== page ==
Americans Consuming Too Many Sugary Beverages, CDC Says

March 3, 2017
Sarah Handzel, BSN, RN

Despite soda taxes in some states, Americans are still consuming too many sugar-sweetened beverages. This is according to the latest report from the Centers for Disease Control and Prevention. Nearly half of all American adults consume at least one sugar-sweetened beverage daily, the CDC says. Almost two-thirds of children consumed a sugar-sweetened beverage over the same study period. Boys consumed more than girls.

The Centers for Disease Control and Prevention looked at data from the National Health and Nutrition Examination Survey to establish the level of sugary beverage consumption.

Despite efforts aimed at reducing the public’s consumption of sugar-sweetened beverages, adults and children are consuming unhealthy amounts of sugar through the consumption of these types of products.

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According to the Centers for Disease Control and Prevention, sugary drinks are some of the leading sources of added sugar in the typical American diet. The CDC also notes that excessive consumption of these types of beverages is associated with tooth decay and dental caries, weight gain and obesity, type 2 diabetes, gout, and heart, kidney, and non-alcoholic liver disease.

The CDC defines sugar-sweetened beverages as any liquid that is sweetened with a form of added sugar. Examples of sugar-sweetened beverages include soda, fruit drinks, sports drinks, energy drinks, and sweetened coffee beverages.

The CDC also used data from the National Health and Nutrition Examination Survey to measure the consumption of SSBs in the United States. Data was collected from 2011 to 2014 and showed that about one-half of all U.S. adults, or 49.3 percent, consume at least one SSB every day. The highest intake of SSBs occurred in young adults. Men consumed, on average, more of their daily caloric intake from SSBs when compared to rates of consumption among women.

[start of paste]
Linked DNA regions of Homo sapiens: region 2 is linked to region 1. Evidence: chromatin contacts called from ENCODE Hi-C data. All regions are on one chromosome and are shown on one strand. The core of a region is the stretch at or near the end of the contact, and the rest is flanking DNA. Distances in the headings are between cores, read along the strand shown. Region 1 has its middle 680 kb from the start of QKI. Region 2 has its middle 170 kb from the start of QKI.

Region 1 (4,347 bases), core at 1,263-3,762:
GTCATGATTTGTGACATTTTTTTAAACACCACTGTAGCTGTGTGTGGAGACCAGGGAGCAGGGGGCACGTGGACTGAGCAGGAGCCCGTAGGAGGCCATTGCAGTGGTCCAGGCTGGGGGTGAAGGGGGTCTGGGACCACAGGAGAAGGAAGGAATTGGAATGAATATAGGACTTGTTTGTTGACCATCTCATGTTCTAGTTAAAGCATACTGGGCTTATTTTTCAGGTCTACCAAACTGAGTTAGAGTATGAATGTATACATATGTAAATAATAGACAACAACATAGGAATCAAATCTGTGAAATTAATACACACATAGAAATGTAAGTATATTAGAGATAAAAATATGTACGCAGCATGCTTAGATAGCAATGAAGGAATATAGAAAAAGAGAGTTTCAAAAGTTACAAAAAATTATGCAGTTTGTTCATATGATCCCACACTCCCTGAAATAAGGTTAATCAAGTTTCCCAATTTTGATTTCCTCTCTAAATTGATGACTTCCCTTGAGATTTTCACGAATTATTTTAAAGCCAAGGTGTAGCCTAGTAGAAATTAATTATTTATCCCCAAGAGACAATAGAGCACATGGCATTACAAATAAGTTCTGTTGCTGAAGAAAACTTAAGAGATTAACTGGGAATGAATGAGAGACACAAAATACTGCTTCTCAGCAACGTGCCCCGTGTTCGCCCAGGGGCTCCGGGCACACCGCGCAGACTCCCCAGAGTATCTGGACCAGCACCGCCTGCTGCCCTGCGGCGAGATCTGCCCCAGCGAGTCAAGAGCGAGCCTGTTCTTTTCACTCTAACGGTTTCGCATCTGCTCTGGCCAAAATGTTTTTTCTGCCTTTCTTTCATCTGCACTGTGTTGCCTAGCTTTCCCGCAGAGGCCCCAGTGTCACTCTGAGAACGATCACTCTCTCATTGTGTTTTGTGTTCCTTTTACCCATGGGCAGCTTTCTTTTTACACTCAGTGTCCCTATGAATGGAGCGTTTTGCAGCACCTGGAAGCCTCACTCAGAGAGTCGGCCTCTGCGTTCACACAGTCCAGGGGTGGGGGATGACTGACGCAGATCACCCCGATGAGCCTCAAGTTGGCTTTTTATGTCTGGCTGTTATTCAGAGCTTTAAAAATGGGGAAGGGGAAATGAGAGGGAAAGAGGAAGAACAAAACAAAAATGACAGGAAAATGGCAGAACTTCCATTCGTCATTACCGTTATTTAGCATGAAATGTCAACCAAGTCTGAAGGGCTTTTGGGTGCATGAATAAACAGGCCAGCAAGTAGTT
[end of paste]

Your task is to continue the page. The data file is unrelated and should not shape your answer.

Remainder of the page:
Researchers also measured the rate of SSB consumption among children over the same time. The report showed that almost two-thirds of children in the U.S. consumed an SSB in any given day, making up 62.9 percent of the population of children in the country. Boys consumed more of these types of beverages compared to girls, with SSBs making up about 7.3 percent of a typical boy’s caloric daily intake.

The Dietary Guidelines for Americans recommend that added sugars make up no more than 10 percent of all calories ingested each day, and that people should choose beverages with no added sugars if possible. To curb sugar consumption, several states have also enacted soda taxes to raise the price of these unhealthy products, and organizations like the World Health Organization (WHO) have called for increased taxes on these types of products, since they are so closely linked to rising rates of a variety of public health problems.

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